Aug 5, 2009 | 19
The Chongqing Children's Palace in China will mix leisure with science this summer as the staff runs DNA testing on children attending the five-day camp. The test, in combination with observations of how the children play, is designed to help parents identify and cater to their children's genetic gifts at an early age.
Approximately 30 children between the ages of three and 12 are in the program, which costs $880, according to CNN. The DNA samples are collected from mucosal membranes, like saliva from the cheek, and tests are run on 11 genes. From the data collected, the camp scientists think they can extract information regarding a child's IQ, memory, athletic ability and more.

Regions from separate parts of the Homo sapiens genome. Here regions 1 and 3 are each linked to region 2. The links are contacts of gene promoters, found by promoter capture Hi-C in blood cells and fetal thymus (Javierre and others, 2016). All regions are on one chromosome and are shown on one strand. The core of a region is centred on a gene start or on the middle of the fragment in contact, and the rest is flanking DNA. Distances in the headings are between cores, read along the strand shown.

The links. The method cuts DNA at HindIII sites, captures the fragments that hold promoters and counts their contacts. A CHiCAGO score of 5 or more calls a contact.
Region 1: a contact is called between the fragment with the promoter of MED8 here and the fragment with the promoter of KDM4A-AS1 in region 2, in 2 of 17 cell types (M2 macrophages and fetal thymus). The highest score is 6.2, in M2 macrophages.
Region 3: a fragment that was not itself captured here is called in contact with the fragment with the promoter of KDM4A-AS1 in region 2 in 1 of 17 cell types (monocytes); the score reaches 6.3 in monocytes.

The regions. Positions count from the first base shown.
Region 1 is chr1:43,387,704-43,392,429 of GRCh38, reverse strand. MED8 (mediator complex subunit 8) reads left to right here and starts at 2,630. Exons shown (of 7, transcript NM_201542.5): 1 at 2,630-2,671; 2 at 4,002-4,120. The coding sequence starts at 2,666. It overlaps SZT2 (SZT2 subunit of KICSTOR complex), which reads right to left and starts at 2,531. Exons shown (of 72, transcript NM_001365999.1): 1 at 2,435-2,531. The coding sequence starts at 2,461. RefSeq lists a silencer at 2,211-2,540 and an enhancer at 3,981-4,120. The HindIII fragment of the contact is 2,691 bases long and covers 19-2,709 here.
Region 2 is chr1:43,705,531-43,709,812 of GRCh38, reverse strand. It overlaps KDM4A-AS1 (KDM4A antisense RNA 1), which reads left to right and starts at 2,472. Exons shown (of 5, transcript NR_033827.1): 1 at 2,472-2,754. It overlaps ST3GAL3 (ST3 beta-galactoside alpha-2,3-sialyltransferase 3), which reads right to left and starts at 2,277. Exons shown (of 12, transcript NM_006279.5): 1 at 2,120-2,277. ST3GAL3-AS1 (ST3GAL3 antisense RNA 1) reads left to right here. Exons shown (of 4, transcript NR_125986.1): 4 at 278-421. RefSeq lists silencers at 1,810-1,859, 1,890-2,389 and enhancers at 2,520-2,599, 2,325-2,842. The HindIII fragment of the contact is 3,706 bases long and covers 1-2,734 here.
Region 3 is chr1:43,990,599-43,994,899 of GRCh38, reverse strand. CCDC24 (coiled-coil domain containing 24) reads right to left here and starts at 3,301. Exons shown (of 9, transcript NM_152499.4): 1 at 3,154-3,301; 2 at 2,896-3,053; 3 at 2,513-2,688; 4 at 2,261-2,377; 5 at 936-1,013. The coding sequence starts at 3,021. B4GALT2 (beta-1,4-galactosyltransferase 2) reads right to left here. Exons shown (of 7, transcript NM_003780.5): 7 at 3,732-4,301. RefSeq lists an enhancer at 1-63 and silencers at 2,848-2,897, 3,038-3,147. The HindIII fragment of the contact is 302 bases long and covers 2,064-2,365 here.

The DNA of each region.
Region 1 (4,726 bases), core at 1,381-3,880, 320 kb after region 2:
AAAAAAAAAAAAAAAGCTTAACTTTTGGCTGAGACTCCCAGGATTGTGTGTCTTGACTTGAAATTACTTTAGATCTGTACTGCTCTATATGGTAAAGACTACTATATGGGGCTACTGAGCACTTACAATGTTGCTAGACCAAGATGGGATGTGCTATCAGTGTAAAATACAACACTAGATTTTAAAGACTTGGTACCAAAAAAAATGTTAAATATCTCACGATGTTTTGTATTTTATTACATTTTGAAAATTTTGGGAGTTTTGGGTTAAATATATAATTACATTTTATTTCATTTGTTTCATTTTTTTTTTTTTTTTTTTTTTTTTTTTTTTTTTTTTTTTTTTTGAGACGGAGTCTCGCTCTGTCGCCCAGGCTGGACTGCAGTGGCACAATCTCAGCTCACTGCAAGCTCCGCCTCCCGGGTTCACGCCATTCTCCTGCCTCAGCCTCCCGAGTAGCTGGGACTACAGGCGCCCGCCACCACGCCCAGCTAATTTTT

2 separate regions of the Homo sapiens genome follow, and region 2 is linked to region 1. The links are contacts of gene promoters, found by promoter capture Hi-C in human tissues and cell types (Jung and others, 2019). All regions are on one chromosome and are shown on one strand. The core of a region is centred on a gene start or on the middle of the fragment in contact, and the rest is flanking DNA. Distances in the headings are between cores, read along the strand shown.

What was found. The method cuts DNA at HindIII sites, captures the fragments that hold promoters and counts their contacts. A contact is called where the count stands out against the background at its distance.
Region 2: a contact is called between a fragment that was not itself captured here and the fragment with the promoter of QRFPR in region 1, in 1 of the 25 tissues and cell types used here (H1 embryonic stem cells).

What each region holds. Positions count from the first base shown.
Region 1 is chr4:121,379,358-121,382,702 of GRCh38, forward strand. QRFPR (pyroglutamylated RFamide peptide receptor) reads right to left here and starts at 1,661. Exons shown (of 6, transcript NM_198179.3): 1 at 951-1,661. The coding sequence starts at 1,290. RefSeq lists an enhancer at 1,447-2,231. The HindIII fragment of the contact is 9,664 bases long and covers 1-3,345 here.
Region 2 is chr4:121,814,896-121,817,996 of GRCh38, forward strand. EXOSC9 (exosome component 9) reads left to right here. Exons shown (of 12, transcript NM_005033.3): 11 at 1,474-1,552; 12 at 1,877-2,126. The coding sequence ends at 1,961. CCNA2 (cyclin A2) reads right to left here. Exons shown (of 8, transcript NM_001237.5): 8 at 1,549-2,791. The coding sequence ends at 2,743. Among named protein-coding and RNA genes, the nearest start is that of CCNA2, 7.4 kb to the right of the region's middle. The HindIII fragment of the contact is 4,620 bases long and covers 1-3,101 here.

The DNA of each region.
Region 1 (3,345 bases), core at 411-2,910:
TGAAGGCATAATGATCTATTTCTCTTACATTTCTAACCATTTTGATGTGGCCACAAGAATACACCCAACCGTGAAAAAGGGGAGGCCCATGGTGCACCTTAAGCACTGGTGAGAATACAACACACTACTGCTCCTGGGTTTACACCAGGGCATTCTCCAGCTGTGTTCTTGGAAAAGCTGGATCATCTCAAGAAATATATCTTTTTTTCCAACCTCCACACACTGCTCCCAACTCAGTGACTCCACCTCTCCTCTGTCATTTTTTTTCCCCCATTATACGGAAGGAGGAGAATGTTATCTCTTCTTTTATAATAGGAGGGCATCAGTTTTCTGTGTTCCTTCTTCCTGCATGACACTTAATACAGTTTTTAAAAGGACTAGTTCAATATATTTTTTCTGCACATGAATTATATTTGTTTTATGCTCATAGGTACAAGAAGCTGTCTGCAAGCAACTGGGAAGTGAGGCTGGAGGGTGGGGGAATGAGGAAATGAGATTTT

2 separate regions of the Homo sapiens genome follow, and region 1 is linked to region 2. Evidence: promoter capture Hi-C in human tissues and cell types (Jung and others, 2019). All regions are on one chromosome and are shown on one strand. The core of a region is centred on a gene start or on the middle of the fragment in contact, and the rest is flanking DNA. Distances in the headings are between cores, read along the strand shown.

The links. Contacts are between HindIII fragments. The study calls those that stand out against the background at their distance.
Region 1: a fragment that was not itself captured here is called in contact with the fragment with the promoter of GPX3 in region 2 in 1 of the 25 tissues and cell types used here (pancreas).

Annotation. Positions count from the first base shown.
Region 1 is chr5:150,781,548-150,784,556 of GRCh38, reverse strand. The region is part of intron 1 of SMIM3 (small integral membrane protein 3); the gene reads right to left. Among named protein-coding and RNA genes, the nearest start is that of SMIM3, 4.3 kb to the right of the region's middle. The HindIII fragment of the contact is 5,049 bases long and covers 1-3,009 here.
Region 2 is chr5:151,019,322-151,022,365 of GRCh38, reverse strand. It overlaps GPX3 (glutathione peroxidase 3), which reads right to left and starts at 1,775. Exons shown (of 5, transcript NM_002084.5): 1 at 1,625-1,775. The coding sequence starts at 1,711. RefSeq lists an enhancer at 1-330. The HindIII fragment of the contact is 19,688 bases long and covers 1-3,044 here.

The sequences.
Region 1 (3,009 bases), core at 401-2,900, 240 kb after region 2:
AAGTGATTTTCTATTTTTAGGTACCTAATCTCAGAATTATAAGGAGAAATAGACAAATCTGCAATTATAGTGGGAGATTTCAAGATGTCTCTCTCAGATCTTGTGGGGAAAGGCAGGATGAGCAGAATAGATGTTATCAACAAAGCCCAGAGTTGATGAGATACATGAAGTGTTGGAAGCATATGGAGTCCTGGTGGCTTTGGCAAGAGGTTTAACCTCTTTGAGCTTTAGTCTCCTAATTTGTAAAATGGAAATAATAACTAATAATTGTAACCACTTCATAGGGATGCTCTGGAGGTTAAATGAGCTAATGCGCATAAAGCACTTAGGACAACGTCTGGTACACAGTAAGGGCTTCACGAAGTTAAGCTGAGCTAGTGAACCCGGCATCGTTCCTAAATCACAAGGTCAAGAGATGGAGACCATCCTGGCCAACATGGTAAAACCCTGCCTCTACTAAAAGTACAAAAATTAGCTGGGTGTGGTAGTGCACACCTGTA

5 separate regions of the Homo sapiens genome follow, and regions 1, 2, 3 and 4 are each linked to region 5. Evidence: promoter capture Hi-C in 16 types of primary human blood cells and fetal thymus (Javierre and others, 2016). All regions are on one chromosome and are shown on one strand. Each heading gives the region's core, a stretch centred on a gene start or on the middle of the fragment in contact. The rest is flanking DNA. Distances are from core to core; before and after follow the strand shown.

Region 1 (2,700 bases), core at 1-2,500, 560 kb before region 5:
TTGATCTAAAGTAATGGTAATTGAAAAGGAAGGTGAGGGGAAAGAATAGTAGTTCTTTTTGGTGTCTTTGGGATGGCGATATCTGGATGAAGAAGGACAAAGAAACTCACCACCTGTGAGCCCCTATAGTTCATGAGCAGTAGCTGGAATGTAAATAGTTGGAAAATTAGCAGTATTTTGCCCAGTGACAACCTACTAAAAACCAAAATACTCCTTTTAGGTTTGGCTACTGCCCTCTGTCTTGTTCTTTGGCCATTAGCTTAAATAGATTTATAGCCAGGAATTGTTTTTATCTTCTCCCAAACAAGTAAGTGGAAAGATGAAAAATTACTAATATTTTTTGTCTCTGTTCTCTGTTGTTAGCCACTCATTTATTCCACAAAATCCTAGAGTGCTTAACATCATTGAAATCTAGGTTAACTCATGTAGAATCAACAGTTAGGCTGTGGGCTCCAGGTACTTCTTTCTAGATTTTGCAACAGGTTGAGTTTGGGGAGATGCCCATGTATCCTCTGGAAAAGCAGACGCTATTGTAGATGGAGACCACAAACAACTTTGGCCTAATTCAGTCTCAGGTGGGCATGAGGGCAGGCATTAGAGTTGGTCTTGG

China claims to be the first to use DNA testing as a means to determine genetic gifts as opposed to inheritance or susceptibility to disease.
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